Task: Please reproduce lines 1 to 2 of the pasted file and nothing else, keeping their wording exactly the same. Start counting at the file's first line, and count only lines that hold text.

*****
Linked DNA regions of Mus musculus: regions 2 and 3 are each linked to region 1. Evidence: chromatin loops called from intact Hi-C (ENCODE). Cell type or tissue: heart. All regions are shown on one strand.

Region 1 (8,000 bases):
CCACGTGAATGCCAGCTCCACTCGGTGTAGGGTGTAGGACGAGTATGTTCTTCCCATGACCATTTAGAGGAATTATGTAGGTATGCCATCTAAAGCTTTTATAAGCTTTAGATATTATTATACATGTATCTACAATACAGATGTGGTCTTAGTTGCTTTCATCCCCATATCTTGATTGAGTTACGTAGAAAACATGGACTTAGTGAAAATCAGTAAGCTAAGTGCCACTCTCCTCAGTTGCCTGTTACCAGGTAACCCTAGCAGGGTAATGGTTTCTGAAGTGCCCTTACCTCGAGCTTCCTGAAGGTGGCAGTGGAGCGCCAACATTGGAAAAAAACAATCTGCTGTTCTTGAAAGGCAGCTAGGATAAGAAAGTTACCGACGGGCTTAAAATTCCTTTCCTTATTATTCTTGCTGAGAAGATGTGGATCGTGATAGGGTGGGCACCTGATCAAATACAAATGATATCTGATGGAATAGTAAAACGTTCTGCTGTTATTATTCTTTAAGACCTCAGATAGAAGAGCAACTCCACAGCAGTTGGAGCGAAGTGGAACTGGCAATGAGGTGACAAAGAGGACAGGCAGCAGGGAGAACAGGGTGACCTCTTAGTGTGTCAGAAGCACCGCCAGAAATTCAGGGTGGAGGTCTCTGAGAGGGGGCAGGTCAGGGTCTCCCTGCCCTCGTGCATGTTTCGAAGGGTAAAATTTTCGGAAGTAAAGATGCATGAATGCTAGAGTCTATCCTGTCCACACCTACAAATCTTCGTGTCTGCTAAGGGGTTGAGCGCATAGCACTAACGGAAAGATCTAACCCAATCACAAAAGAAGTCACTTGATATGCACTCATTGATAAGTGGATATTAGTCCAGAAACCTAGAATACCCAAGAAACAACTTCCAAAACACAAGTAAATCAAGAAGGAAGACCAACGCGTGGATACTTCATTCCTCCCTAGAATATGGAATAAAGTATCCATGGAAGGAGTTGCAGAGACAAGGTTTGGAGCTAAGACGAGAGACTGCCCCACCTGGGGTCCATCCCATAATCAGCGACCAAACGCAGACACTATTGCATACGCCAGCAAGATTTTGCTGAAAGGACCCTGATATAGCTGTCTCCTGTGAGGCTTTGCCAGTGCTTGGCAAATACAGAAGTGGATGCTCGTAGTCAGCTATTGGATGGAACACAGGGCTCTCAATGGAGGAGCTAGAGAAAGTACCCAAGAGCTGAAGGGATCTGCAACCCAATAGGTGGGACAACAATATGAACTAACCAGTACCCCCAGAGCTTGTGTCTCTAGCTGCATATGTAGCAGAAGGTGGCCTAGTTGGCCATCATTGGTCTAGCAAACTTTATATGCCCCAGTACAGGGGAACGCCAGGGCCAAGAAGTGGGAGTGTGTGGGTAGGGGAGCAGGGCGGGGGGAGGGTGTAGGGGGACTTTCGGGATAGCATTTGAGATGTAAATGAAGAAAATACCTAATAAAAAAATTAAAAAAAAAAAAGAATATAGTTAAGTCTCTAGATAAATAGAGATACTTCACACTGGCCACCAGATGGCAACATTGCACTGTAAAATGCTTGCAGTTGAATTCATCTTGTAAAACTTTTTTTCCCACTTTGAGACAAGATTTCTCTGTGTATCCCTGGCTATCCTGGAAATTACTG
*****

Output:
Linked DNA regions of Mus musculus: regions 2 and 3 are each linked to region 1. Evidence: chromatin loops called from intact Hi-C (ENCODE). Cell type or tissue: heart. All regions are shown on one strand.

Region 1 (8,000 bases):